It’s not often I write but the opinion piece ‘Foetal Attraction’ by Kathy Lette in yesterday’s Advertiser requires a response from me as an adoptee (Advertiser, SA Weekend, March 28-29, p. 31).
Lette commences her light hearted approach to this serious subject: ‘would you rent your womb’ and goes on to say why she would do this for her son as ‘like most mums, [she] would do anything for her children’. What she does not consider is the effect on the child’s psyche and the potential complexity of her relationship with her son, and his child, as mother and grandmother (mother from the child’s in-womb experience).
My response to the question raised in the Advertiser: ‘Would you go through a pregnancy to help your child?’ was:
In a word – no! Kathy Lette’s article portrays a romantic notion of surrogacy and adoption separated from the known implications for the baby who is destined to a life of psychic disconnect. While her generosity is out of love for her son she has not considered the implications of parenting a child who is separated at birth from his/her known world. The experiences of those affected by adoption are well documented for those who want to hear.
Discussions about surrogacy and adoption continue to focus on the rights of the adults who want to be parents. Serious research is yet to be conducted to objectively capture the life-long effects of developmental attachment trauma on adoptees who as newborn he infants were removed from the familiarity of the womb and placed in a strange environment often with parents who were grieving their inability to produce their own offspring. It is not difficult to extrapolate their experience to surrogacy.
‘Without Consent – Australia’s past adoption practices’ will be officially opened tomorrow 30th March 2015 and will be travelling around Australia. The exhibit will continue to be available online at the National Archives of Australia website, as a chronicle of the pain of adoption.
“Whoever has ears to hear, let them hear.” (Matt 11:15).
In Australia Adoptees are finally being given an opportunity to express the reality of their lives as Adoptees.
The Apology to those affected by the Australian Government’s Policy of Forced Adoptions is mounted on the wall in Parliament House, Canberra. The Forced Adoptions History Project is finalising its plans to travel around Australia to give voice to the pain expressed by Adoptees around the country.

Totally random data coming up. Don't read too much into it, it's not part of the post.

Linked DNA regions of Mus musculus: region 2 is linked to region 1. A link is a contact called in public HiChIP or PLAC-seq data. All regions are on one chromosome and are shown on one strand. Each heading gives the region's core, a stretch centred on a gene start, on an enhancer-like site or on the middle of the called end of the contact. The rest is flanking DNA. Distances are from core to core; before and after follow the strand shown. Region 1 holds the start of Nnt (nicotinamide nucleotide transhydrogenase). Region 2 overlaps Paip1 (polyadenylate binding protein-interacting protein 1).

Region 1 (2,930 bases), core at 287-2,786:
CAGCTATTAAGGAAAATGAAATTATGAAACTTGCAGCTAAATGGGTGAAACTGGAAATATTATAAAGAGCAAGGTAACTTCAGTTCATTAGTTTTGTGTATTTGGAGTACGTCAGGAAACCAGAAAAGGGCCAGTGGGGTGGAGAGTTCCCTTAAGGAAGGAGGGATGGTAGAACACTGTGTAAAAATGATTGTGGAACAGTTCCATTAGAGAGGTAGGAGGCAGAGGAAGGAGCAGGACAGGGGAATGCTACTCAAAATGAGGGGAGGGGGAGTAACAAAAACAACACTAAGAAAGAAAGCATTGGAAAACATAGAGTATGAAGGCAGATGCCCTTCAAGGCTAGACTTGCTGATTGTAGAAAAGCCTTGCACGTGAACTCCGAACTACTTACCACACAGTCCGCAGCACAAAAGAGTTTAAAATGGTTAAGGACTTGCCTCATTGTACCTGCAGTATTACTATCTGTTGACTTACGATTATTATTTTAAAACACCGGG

And yet ‘in the next room’ so to speak, a new conversation has begun amongst prospective parents as the technology of Surrogacy is promoted as the hope for this generation of individuals and couples wanting to create a family.
The conversation however, is still adult focused and does not adequately explore the reality for the product of surrogacy, the new-born infant. For those interested in researching the effects of adoption/surrogacy, start with the development of the new-born infant – what happens at the moment of birth when the new-born meets her/his mother and is comforted after birth; the mirroring that begins with their first exchange; the role of smelling and tasting mother on the outside as this matches and correlates with the mother that s/he knew on the inside; of lying skin to skin against her breast and hearing her heart beat providing comfort, the security and continuity of existence; the shaping of the neurological connections; the production of hormones that begin the infant’s ability to experience joy…
Now imagine that for some reason these events do not happen. Imagine the effects on the new-born as it grows into childhood and adulthood … and you may be closer to understanding the experience of Adoption/surrogacy.
Read the stories of Adoptees. The e-journal Australian Journal of Adoption at http://www.nla.gov.au/openpublish/index.php/ajaand, has dedicated the current issue to their stories. their struggles with depression, disconnection, trauma, attachment and experiencing joy.
It’s time these stories were told to avoid another generation being affected by adoption/surrogacy that promises the joy of children to adults yet ignores the reality of development and attachment disruption and the long-term effects on the children and the parents.